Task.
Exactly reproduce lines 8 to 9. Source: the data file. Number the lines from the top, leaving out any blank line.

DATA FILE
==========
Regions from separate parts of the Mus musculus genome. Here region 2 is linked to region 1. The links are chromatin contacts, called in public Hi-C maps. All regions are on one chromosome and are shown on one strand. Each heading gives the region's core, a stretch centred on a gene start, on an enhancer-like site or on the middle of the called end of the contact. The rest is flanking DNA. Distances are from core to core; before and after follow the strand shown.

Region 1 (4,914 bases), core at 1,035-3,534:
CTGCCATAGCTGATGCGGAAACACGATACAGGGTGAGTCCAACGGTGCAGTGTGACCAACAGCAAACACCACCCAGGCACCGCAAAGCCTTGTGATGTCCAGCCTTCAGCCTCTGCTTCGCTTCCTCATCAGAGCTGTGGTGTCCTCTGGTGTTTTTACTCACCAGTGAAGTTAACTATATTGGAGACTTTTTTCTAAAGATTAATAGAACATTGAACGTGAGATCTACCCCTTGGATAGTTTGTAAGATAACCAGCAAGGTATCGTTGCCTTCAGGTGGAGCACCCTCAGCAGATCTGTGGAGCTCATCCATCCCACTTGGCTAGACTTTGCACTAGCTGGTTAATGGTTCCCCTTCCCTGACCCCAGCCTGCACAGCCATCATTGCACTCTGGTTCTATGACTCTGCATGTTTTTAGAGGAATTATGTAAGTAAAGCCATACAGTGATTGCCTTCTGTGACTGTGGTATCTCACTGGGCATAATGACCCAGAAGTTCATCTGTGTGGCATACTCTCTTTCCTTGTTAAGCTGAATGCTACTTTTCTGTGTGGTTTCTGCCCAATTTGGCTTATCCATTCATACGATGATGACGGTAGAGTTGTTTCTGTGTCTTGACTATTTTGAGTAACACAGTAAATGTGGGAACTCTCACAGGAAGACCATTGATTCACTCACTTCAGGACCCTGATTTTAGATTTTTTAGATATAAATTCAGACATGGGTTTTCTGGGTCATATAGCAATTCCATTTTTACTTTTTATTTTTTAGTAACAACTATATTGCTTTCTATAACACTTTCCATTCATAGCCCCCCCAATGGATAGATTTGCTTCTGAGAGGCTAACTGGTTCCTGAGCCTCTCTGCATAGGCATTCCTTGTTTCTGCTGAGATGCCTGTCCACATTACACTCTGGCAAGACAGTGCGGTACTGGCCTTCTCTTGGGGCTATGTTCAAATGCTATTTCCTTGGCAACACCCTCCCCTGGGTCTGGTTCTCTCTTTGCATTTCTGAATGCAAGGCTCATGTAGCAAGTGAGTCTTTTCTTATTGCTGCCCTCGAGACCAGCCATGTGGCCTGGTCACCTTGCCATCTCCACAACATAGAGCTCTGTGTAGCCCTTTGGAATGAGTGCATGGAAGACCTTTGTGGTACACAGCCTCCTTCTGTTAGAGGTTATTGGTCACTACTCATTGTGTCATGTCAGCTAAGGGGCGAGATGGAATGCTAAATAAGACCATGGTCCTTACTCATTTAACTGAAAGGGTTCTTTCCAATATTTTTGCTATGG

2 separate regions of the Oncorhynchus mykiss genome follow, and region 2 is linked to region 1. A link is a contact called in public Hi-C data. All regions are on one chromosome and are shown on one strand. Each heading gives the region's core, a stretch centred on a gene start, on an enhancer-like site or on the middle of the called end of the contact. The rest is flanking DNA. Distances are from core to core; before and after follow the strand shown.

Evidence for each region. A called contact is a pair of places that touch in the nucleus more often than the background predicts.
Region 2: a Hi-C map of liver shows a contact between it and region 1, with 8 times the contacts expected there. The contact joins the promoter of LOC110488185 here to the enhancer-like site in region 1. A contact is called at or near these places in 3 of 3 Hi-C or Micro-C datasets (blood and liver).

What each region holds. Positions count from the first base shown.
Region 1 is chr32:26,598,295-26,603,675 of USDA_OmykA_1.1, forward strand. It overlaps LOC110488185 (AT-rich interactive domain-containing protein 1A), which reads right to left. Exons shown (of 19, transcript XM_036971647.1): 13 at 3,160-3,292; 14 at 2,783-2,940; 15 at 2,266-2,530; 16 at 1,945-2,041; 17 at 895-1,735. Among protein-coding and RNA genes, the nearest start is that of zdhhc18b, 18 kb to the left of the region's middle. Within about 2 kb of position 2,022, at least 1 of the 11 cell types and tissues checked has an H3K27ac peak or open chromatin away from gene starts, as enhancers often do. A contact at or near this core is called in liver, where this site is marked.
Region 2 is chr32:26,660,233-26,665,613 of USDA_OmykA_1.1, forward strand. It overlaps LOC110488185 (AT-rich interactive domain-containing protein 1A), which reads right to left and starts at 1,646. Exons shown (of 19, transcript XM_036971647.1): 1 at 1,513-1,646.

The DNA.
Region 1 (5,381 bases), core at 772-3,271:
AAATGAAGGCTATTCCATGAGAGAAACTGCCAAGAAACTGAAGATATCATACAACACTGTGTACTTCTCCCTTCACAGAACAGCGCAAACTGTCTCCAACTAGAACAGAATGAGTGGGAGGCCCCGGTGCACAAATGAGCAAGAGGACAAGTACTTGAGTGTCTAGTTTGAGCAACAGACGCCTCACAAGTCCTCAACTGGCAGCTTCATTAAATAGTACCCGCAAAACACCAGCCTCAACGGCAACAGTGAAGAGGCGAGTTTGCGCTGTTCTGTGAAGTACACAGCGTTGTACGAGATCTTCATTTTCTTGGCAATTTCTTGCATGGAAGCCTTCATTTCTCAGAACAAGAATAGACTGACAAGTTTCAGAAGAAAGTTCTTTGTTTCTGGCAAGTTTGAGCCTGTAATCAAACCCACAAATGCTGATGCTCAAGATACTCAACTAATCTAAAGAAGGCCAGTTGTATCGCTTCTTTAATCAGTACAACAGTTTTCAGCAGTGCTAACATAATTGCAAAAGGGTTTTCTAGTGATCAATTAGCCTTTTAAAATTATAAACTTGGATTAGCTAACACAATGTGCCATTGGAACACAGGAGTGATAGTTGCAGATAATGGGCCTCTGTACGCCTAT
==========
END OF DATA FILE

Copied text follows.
Region 1 is chr32:26,598,295-26,603,675 of USDA_OmykA_1.1, forward strand. It overlaps LOC110488185 (AT-rich interactive domain-containing protein 1A), which reads right to left. Exons shown (of 19, transcript XM_036971647.1): 13 at 3,160-3,292; 14 at 2,783-2,940; 15 at 2,266-2,530; 16 at 1,945-2,041; 17 at 895-1,735. Among protein-coding and RNA genes, the nearest start is that of zdhhc18b, 18 kb to the left of the region's middle. Within about 2 kb of position 2,022, at least 1 of the 11 cell types and tissues checked has an H3K27ac peak or open chromatin away from gene starts, as enhancers often do. A contact at or near this core is called in liver, where this site is marked.
Region 2 is chr32:26,660,233-26,665,613 of USDA_OmykA_1.1, forward strand. It overlaps LOC110488185 (AT-rich interactive domain-containing protein 1A), which reads right to left and starts at 1,646. Exons shown (of 19, transcript XM_036971647.1): 1 at 1,513-1,646.